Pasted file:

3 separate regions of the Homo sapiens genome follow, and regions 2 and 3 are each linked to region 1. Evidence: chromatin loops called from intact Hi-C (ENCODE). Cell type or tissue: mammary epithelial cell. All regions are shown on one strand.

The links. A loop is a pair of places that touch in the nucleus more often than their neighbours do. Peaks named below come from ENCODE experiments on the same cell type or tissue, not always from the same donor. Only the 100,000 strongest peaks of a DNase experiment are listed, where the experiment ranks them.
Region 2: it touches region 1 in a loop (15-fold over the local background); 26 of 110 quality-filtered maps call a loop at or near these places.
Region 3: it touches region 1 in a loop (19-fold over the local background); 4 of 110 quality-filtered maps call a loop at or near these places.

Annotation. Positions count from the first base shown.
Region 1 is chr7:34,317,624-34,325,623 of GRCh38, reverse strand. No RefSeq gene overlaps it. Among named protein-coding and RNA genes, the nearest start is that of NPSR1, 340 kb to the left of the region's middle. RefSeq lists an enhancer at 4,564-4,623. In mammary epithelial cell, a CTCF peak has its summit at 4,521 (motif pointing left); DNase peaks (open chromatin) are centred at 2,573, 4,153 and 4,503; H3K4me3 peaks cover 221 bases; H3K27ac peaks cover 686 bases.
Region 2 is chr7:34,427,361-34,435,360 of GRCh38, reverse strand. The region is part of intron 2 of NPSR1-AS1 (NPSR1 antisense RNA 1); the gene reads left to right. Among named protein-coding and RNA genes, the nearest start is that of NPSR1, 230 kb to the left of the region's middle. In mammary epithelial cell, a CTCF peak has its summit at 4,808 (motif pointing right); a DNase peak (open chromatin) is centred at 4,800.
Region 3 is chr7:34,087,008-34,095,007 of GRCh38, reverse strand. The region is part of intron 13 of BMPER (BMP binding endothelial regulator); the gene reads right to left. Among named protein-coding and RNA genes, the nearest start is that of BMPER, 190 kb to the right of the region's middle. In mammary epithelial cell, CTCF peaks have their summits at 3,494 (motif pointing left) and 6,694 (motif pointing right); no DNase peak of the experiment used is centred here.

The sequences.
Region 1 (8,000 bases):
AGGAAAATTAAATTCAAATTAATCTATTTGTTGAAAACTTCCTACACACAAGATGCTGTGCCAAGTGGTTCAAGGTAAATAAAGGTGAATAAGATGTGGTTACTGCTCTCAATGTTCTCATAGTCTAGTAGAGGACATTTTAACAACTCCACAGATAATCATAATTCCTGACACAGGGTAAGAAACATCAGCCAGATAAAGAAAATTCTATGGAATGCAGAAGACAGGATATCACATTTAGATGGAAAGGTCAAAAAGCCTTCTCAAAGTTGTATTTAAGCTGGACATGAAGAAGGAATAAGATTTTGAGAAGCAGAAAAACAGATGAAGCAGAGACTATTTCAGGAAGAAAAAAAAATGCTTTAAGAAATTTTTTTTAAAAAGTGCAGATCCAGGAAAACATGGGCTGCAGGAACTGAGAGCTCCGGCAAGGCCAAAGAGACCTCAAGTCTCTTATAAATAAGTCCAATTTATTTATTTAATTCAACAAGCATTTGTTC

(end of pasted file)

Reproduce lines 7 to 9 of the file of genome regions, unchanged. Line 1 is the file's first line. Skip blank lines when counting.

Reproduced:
Region 2 is chr7:34,427,361-34,435,360 of GRCh38, reverse strand. The region is part of intron 2 of NPSR1-AS1 (NPSR1 antisense RNA 1); the gene reads left to right. Among named protein-coding and RNA genes, the nearest start is that of NPSR1, 230 kb to the left of the region's middle. In mammary epithelial cell, a CTCF peak has its summit at 4,808 (motif pointing right); a DNase peak (open chromatin) is centred at 4,800.
Region 3 is chr7:34,087,008-34,095,007 of GRCh38, reverse strand. The region is part of intron 13 of BMPER (BMP binding endothelial regulator); the gene reads right to left. Among named protein-coding and RNA genes, the nearest start is that of BMPER, 190 kb to the right of the region's middle. In mammary epithelial cell, CTCF peaks have their summits at 3,494 (motif pointing left) and 6,694 (motif pointing right); no DNase peak of the experiment used is centred here.

The sequences.